Sandi Smith

Sandi’s diverse practice involves many types of insurance litigation. She is a strong advocate for her clients, and works to efficiently resolve disputes to their satisfaction.

Which of your cases makes you proudest of the result?

The most satisfying part of my practice has been the civil jury trial.  There is no better feeling than when the jury returns in favour of the defence.  Trials are long and hard, and when the jury accepts your client’s position, you know that you have done a good job.  The other cases that stand out are those that have resulted in an Appeal to the Court of Appeal.  The most recent argument was in Machaj v. RBC, where the Court confirmed that a catastrophic designation was not a “benefit”.  This has reduced the number of arguments of missed limitation periods and settled the law in that regard.

What do you think the most important factor is in resolving a file?

Timing is essential for resolution.  This may mean that an examination for discovery is necessary, but once you hear the evidence from the Claimant, you can tell that even her own counsel does not accept her version of events.  At the end of the discovery or shortly thereafter, a settlement may be possible.  In other files, defence medicals may be required to be able to show the Claimant and her counsel that the defence is prepared to argue this in front of a judge and jury, and has the right experts to do so.  Mediation is often the right time for most files to resolve, but there is always the ones that have more difficult liability or coverage issues that have to wait for a judicial assessment.  As defence counsel, my role to make sure that all the right steps have been taken at the right time, so that when there is an opportunity for resolution, it is on the best terms possible.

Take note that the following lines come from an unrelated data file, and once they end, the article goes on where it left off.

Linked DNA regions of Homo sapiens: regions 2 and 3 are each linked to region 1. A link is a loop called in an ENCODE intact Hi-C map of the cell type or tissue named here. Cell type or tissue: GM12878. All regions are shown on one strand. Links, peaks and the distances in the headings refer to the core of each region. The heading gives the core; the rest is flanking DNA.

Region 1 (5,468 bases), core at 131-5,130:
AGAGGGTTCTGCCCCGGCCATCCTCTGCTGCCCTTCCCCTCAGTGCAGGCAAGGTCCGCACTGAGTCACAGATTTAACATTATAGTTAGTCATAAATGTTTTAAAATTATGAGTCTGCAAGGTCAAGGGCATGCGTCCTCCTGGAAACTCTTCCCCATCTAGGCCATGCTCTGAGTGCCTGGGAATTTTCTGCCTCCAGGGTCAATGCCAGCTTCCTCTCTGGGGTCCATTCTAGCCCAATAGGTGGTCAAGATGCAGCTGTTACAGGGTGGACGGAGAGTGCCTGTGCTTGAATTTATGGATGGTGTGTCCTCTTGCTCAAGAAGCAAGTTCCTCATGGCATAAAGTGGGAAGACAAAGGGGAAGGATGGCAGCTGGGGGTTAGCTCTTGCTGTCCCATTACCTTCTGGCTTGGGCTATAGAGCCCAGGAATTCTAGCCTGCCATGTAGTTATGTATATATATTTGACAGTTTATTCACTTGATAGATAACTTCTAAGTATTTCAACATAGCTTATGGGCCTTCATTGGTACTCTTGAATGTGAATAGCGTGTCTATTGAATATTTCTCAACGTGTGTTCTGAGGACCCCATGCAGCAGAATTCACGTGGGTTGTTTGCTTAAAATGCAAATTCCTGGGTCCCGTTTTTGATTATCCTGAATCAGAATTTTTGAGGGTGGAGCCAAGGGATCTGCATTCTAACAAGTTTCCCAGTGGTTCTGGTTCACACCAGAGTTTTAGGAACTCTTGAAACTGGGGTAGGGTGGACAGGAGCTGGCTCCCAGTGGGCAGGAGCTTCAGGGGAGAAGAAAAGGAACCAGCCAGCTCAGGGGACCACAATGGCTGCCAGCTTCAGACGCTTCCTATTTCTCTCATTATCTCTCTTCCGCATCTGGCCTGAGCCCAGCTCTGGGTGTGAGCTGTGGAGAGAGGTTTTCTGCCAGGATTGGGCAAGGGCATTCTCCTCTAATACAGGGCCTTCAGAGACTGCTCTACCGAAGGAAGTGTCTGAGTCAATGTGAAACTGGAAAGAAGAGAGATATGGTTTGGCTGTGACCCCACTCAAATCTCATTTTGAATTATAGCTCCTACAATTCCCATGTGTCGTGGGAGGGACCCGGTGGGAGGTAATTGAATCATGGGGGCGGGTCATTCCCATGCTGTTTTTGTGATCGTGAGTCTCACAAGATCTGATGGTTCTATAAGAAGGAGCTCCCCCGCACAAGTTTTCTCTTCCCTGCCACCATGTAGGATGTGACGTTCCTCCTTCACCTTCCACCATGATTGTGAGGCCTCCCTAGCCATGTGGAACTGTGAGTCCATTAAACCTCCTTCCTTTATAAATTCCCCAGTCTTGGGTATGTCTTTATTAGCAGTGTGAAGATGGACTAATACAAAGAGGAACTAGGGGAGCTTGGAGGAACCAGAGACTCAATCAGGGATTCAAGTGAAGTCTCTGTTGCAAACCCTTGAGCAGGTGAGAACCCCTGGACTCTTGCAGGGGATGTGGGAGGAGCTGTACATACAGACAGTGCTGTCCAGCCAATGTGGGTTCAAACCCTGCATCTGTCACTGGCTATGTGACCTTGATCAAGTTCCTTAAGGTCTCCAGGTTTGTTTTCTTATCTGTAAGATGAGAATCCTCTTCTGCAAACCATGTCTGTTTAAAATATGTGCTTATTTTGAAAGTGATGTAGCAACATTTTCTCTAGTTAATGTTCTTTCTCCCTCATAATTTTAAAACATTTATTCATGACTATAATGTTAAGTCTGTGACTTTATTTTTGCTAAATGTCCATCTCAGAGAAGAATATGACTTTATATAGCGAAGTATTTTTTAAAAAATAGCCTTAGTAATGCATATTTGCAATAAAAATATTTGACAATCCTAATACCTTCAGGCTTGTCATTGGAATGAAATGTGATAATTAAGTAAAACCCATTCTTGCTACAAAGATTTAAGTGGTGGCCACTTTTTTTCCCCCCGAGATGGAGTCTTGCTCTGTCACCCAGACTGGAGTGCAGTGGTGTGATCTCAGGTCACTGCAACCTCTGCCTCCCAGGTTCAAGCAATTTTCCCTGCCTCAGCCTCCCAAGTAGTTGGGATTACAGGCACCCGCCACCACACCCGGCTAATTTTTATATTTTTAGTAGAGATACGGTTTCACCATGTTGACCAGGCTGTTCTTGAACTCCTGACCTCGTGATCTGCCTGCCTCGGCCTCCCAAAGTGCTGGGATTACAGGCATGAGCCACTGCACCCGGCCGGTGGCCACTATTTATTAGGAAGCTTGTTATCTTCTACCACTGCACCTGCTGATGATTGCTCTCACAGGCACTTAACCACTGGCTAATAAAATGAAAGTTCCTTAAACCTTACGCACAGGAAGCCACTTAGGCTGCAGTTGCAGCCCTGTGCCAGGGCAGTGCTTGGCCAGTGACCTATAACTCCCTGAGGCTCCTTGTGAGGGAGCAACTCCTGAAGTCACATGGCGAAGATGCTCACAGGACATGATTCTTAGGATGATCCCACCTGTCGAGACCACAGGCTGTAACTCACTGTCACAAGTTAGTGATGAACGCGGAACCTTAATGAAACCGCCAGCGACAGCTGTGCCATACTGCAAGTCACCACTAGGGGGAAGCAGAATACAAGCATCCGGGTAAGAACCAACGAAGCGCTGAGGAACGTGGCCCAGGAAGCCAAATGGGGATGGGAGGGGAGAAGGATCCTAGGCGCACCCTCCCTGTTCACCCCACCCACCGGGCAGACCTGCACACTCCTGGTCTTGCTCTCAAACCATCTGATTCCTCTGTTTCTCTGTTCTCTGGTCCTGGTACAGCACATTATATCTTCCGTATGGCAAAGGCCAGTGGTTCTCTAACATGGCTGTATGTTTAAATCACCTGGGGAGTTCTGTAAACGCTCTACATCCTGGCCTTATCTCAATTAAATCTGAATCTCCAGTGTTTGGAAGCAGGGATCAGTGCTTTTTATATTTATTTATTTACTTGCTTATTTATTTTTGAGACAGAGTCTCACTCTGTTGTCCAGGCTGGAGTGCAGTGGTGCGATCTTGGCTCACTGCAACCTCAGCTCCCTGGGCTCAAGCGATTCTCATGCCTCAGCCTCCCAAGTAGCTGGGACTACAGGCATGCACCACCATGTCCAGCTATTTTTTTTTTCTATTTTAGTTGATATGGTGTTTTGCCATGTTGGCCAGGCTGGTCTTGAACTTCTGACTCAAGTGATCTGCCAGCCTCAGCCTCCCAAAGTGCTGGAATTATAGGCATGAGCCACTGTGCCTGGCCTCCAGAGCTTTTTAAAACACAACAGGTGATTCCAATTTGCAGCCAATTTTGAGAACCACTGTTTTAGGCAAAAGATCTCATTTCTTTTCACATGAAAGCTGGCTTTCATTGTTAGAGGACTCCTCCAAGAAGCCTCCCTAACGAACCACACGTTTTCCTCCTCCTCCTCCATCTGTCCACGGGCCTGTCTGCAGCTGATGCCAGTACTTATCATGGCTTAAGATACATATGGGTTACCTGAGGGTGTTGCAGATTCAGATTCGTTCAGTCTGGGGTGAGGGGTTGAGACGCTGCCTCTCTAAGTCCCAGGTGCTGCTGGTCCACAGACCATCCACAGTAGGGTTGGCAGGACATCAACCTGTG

What’s the most valuable lesson that your professional experience has taught you?

Patience and the value of Listening to the other side.  There is much to be gained by not only hearing the Plaintiff’s discovery evidence, but to to also listen to how he presents as a claimant.  The longer a witness goes on talking, the more often he will say something that does not help his case.  The more time you spend listening to the other side the more you understand where they think the weaknesses in their case lie.  At mediations or pre-trials, the value of process is both resolution and finding out what the other side thinks of your evidence, and how well equipped they are to deal with the flaws in their case as well.


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Education and Credentials

  • Called to the Ontario Bar, 1998
  • Attended University of Waterloo for undergraduate degree in 1990-1993
  • Osgoode Hall law school from 1993 to 1996

Sandi Smith

Law Clerk
Helen Toulis

Legal Assistant
Rita Marchesano